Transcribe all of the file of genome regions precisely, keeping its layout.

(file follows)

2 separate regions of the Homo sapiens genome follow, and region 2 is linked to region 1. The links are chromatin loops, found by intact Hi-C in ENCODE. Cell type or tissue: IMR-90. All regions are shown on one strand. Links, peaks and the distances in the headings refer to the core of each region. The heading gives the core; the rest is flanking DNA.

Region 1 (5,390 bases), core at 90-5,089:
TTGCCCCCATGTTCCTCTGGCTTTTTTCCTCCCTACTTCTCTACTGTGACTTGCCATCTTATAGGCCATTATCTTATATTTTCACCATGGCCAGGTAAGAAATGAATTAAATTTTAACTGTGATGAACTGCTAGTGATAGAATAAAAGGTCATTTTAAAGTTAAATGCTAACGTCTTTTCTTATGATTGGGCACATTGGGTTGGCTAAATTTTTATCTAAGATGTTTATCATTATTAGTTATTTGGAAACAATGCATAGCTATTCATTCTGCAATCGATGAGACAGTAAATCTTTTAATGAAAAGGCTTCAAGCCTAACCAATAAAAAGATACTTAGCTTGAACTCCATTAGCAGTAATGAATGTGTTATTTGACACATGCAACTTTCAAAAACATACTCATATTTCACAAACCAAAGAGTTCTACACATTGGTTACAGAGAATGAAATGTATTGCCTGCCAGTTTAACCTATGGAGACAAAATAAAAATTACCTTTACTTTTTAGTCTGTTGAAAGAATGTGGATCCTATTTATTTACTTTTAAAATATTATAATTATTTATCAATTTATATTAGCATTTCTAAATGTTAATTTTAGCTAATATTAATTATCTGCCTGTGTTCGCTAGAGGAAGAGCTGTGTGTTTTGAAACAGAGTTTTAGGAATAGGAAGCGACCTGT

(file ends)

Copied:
2 separate regions of the Homo sapiens genome follow, and region 2 is linked to region 1. The links are chromatin loops, found by intact Hi-C in ENCODE. Cell type or tissue: IMR-90. All regions are shown on one strand. Links, peaks and the distances in the headings refer to the core of each region. The heading gives the core; the rest is flanking DNA.

Region 1 (5,390 bases), core at 90-5,089:
TTGCCCCCATGTTCCTCTGGCTTTTTTCCTCCCTACTTCTCTACTGTGACTTGCCATCTTATAGGCCATTATCTTATATTTTCACCATGGCCAGGTAAGAAATGAATTAAATTTTAACTGTGATGAACTGCTAGTGATAGAATAAAAGGTCATTTTAAAGTTAAATGCTAACGTCTTTTCTTATGATTGGGCACATTGGGTTGGCTAAATTTTTATCTAAGATGTTTATCATTATTAGTTATTTGGAAACAATGCATAGCTATTCATTCTGCAATCGATGAGACAGTAAATCTTTTAATGAAAAGGCTTCAAGCCTAACCAATAAAAAGATACTTAGCTTGAACTCCATTAGCAGTAATGAATGTGTTATTTGACACATGCAACTTTCAAAAACATACTCATATTTCACAAACCAAAGAGTTCTACACATTGGTTACAGAGAATGAAATGTATTGCCTGCCAGTTTAACCTATGGAGACAAAATAAAAATTACCTTTACTTTTTAGTCTGTTGAAAGAATGTGGATCCTATTTATTTACTTTTAAAATATTATAATTATTTATCAATTTATATTAGCATTTCTAAATGTTAATTTTAGCTAATATTAATTATCTGCCTGTGTTCGCTAGAGGAAGAGCTGTGTGTTTTGAAACAGAGTTTTAGGAATAGGAAGCGACCTGT